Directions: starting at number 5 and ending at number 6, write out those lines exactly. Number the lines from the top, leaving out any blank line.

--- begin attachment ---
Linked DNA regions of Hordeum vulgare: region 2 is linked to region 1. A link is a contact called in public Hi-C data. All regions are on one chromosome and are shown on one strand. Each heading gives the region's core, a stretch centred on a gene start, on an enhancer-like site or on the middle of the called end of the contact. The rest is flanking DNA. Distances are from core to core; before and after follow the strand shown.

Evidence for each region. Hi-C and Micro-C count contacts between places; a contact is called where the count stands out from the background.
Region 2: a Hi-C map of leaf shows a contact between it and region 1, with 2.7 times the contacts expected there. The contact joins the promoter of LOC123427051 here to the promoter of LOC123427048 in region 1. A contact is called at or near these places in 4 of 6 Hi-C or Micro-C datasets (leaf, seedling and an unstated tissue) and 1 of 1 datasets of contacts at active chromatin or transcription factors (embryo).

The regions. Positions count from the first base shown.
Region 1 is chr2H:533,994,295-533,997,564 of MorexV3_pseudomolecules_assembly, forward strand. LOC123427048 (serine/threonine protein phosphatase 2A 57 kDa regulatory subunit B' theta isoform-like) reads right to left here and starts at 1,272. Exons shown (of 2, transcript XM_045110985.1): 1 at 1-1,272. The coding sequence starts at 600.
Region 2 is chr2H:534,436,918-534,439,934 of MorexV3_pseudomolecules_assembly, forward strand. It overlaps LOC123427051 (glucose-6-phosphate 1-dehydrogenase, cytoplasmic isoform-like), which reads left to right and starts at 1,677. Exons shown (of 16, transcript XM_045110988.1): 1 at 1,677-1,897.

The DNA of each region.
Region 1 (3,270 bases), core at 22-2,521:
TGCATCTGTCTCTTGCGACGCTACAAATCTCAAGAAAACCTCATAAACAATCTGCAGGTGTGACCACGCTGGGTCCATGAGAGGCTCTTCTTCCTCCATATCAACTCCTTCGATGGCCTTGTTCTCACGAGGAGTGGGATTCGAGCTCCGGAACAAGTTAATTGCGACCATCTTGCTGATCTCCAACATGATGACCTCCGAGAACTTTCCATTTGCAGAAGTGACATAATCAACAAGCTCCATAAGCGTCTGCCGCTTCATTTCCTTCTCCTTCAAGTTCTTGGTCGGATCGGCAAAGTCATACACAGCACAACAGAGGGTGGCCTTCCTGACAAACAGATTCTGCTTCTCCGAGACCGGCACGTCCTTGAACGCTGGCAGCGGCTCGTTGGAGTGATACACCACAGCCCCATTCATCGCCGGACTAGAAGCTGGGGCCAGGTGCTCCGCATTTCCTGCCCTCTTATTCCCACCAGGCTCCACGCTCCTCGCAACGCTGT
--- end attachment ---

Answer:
Region 1 is chr2H:533,994,295-533,997,564 of MorexV3_pseudomolecules_assembly, forward strand. LOC123427048 (serine/threonine protein phosphatase 2A 57 kDa regulatory subunit B' theta isoform-like) reads right to left here and starts at 1,272. Exons shown (of 2, transcript XM_045110985.1): 1 at 1-1,272. The coding sequence starts at 600.
Region 2 is chr2H:534,436,918-534,439,934 of MorexV3_pseudomolecules_assembly, forward strand. It overlaps LOC123427051 (glucose-6-phosphate 1-dehydrogenase, cytoplasmic isoform-like), which reads left to right and starts at 1,677. Exons shown (of 16, transcript XM_045110988.1): 1 at 1,677-1,897.